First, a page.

Still, this year it has been a little easier to predict than some years and, as the cars were on the grid with the pre-race activities going on, they played the "Il Canto degli Italiani", the bouncy national anthem that is always quite fun to listen to. There was even a fly-past despite the empty grandstands, but there were 250 spectators, known as the COVID-19 Heroes, who were people who had been in the front line of the pandemic in the Monza region, which was one of the hardest hit areas in the whole country. It was a nice gesture.

 

As the anthem played I muttered to a colleague that it would be the last time we would hearing the tune that day, a reference to the woeful state in which Ferrari finds itself. It never even crossed my mind that Scuderia AlphaTauri – the other Italian team in F1 - might win the race. You might say: “What about Alfa Romeo? That’s Italian”. True, but not in F1 where Alfa Romeo is as Italian as yodeling in Schweizerdeutsch…The Alfa Romeo team is a paint job that disguises Sauber, which races under the Swiss flag – and in its current form has no chance at all of a victory, barring floods, earthquakes, forest fires, volcanic eruptions or any other natural disaster that might take out the opposition.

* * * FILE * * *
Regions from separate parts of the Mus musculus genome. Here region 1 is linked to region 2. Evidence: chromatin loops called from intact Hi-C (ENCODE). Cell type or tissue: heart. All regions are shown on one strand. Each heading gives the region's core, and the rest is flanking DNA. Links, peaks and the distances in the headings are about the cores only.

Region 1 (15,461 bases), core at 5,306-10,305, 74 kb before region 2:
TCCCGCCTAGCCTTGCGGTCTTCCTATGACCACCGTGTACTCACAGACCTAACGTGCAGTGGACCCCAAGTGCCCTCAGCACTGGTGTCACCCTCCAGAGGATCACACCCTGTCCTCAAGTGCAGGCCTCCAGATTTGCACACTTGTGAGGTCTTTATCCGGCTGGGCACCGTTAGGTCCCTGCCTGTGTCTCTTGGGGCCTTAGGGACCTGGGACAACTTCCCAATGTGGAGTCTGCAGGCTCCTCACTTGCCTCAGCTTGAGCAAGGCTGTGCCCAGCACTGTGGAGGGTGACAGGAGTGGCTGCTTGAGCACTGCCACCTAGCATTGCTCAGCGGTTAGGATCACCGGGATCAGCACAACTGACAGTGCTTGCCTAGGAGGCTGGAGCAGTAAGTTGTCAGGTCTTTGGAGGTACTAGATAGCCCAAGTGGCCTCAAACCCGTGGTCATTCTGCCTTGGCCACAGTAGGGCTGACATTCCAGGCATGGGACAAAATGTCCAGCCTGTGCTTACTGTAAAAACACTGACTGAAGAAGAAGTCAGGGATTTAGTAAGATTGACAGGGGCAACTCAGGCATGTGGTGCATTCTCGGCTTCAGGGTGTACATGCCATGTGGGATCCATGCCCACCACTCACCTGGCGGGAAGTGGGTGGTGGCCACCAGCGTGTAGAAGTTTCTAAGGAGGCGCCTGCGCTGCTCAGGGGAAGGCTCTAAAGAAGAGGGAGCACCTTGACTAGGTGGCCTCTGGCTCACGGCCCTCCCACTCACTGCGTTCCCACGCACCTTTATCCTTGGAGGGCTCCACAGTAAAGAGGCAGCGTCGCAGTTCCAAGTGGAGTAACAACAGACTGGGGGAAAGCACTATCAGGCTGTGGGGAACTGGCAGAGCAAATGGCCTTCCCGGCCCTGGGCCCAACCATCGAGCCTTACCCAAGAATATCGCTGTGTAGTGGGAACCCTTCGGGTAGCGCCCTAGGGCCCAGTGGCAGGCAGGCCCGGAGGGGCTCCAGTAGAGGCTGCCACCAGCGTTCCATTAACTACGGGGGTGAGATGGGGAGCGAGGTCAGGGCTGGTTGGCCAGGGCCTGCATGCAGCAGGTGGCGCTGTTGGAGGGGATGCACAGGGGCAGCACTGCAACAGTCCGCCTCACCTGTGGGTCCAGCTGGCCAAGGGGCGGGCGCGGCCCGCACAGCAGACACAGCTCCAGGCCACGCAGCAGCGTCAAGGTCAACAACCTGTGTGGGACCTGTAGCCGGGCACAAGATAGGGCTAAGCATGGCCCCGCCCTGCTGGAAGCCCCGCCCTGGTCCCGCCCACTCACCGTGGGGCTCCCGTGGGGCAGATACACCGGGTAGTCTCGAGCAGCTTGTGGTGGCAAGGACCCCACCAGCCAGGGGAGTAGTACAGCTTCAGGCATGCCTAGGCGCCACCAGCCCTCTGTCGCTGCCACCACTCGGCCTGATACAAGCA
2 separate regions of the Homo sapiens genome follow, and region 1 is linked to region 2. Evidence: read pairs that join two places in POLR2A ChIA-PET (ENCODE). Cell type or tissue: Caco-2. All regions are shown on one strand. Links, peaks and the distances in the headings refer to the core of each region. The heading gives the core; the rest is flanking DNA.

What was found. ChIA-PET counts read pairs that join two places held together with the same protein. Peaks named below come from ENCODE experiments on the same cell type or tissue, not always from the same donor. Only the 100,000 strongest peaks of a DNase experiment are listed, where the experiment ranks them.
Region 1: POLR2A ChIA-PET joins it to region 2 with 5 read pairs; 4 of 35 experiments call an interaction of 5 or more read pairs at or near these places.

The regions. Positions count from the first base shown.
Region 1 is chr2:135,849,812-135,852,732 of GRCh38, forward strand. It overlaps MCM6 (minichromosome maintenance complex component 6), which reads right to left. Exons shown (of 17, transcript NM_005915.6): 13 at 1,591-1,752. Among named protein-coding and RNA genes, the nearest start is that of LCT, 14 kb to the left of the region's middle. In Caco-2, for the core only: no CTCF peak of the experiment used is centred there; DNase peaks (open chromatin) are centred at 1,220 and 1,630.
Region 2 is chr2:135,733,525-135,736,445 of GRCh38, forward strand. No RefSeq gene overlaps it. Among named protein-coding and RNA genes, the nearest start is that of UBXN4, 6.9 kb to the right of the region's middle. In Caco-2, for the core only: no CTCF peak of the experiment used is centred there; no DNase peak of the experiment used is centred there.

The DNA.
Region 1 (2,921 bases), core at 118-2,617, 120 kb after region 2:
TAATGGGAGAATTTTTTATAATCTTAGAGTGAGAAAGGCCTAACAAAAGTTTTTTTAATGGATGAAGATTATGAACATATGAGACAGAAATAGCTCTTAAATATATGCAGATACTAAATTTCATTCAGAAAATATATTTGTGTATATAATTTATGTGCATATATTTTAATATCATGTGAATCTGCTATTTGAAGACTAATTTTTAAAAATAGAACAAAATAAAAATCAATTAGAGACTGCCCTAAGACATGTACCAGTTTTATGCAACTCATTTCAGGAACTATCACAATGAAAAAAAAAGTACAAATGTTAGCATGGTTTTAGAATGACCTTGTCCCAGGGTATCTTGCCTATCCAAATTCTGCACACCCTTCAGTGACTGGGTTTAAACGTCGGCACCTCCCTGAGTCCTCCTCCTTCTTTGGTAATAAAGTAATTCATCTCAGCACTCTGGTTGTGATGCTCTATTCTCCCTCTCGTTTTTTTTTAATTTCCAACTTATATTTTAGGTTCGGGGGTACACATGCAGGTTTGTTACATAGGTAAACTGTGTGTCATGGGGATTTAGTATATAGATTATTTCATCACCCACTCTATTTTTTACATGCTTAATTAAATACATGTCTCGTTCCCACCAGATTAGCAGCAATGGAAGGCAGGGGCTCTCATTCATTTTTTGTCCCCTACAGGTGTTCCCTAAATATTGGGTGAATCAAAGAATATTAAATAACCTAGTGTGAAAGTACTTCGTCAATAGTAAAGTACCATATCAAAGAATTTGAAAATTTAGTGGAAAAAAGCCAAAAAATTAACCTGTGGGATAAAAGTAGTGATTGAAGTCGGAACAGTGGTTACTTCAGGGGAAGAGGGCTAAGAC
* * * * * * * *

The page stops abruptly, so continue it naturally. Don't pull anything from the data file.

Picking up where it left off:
Still, such unusual victories are always emotional and as they were playing the French national anthem "La Marseillaise" to celebrate Pierre’s triumph, the sound of raucous singing could be heard drifting through the Monza Media Centre. Le jour de gloire est arrive!

One forgets how long it is since a Frenchman won a Grand Prix and what it means. When it was mentioned to Gasly that he was the first Grand Prix winner from France since Olivier Panis, who won a celebrated victory at Monaco in 1996 in a Ligier, Pierre remarked, in all innocence, that that had been the year he was born…